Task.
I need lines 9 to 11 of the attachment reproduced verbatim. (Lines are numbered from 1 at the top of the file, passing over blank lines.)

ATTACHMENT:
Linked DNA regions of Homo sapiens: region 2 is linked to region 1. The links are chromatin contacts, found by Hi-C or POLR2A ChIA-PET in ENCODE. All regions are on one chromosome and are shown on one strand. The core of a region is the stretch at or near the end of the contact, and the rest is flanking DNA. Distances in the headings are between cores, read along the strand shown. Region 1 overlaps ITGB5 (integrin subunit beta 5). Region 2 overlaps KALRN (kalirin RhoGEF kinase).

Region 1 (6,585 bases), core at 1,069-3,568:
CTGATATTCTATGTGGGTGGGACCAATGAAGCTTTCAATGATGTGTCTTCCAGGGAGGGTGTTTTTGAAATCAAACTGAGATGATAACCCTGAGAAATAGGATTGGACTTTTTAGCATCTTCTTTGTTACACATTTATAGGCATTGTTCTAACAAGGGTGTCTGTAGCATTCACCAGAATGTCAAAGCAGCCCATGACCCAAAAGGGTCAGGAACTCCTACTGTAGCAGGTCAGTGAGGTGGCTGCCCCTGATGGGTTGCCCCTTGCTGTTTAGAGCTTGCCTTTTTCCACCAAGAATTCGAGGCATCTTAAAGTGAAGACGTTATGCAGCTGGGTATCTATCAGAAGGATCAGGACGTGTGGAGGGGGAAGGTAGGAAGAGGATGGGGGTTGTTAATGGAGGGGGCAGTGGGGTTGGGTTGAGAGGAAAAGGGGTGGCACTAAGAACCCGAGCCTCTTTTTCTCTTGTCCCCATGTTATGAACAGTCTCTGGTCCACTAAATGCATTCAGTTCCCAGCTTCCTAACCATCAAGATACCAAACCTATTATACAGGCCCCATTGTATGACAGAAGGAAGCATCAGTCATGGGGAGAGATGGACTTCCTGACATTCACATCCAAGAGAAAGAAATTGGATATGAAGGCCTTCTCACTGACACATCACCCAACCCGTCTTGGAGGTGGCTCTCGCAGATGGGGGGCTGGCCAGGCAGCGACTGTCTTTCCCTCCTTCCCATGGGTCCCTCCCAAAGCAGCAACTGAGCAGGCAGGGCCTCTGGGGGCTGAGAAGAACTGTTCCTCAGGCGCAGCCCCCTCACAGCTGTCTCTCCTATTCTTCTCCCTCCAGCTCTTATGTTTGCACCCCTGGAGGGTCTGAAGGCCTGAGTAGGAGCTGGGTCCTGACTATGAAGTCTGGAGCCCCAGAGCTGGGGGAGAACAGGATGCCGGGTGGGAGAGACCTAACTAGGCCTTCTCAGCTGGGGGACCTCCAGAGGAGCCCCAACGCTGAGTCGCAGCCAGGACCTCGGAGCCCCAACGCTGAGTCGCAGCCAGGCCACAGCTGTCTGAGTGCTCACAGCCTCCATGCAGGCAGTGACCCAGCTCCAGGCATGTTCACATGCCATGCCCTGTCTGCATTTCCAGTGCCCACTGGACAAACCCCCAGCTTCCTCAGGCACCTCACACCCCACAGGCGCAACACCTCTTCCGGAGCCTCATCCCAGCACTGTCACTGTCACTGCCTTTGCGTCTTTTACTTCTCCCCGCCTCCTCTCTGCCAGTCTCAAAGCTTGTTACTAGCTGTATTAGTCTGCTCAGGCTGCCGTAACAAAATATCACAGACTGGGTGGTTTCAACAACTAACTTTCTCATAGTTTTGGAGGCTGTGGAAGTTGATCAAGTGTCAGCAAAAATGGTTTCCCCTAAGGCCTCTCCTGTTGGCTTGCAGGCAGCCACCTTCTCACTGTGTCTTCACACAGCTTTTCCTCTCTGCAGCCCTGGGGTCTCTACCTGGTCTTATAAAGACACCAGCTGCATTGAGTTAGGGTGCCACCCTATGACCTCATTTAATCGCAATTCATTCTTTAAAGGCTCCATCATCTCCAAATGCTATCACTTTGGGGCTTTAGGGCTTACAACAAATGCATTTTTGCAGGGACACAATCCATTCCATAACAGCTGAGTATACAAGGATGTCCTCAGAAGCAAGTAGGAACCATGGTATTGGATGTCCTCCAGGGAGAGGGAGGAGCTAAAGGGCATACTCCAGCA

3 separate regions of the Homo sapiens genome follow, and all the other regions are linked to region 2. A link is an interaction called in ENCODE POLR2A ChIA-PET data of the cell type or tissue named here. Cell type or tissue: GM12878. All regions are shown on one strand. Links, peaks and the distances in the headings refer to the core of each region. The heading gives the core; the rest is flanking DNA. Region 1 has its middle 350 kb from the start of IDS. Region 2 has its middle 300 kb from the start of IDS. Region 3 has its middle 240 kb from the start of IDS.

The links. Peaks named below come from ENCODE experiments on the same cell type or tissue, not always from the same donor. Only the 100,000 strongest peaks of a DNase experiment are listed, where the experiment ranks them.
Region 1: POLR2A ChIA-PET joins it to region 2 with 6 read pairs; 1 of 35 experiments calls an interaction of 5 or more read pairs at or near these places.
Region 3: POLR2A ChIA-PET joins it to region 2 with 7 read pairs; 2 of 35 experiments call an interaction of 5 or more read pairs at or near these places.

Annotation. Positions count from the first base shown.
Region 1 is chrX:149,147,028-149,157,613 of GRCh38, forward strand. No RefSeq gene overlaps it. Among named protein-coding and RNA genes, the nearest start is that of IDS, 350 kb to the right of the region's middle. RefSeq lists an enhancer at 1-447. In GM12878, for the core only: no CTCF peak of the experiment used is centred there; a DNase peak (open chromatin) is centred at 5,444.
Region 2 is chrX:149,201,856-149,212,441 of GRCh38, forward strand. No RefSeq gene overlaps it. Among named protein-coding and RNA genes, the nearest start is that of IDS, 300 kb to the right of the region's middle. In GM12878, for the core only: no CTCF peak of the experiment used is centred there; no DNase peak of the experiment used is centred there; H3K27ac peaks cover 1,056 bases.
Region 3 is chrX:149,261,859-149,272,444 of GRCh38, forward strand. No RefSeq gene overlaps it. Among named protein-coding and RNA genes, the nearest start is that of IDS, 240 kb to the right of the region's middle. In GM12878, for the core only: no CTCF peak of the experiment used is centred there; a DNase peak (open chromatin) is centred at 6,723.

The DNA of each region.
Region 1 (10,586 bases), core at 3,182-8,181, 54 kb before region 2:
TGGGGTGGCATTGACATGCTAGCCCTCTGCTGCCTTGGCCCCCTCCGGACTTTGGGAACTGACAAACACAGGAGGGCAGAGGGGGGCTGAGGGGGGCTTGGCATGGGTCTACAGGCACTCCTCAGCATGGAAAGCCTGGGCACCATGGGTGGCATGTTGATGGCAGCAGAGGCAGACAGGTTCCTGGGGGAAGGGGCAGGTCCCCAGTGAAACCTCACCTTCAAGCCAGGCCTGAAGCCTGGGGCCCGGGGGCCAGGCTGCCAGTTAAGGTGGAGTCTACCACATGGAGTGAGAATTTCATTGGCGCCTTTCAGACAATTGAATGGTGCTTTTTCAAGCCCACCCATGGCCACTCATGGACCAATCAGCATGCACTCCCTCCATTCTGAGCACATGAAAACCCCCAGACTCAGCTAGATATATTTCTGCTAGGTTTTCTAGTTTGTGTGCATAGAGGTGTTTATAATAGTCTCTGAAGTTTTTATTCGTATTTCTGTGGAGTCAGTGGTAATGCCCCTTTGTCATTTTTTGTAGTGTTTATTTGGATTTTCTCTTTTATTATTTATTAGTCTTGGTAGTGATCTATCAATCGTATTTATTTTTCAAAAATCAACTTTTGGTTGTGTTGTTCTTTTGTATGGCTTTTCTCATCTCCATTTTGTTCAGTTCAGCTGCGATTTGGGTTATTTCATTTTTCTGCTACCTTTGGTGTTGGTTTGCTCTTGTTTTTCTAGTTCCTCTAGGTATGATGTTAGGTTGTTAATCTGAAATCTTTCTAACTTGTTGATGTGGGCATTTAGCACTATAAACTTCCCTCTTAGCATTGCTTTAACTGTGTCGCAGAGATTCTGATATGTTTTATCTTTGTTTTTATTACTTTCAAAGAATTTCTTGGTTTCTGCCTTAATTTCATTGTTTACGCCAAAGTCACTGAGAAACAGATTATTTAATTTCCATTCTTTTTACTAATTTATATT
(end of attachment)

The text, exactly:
Region 1 is chrX:149,147,028-149,157,613 of GRCh38, forward strand. No RefSeq gene overlaps it. Among named protein-coding and RNA genes, the nearest start is that of IDS, 350 kb to the right of the region's middle. RefSeq lists an enhancer at 1-447. In GM12878, for the core only: no CTCF peak of the experiment used is centred there; a DNase peak (open chromatin) is centred at 5,444.
Region 2 is chrX:149,201,856-149,212,441 of GRCh38, forward strand. No RefSeq gene overlaps it. Among named protein-coding and RNA genes, the nearest start is that of IDS, 300 kb to the right of the region's middle. In GM12878, for the core only: no CTCF peak of the experiment used is centred there; no DNase peak of the experiment used is centred there; H3K27ac peaks cover 1,056 bases.
Region 3 is chrX:149,261,859-149,272,444 of GRCh38, forward strand. No RefSeq gene overlaps it. Among named protein-coding and RNA genes, the nearest start is that of IDS, 240 kb to the right of the region's middle. In GM12878, for the core only: no CTCF peak of the experiment used is centred there; a DNase peak (open chromatin) is centred at 6,723.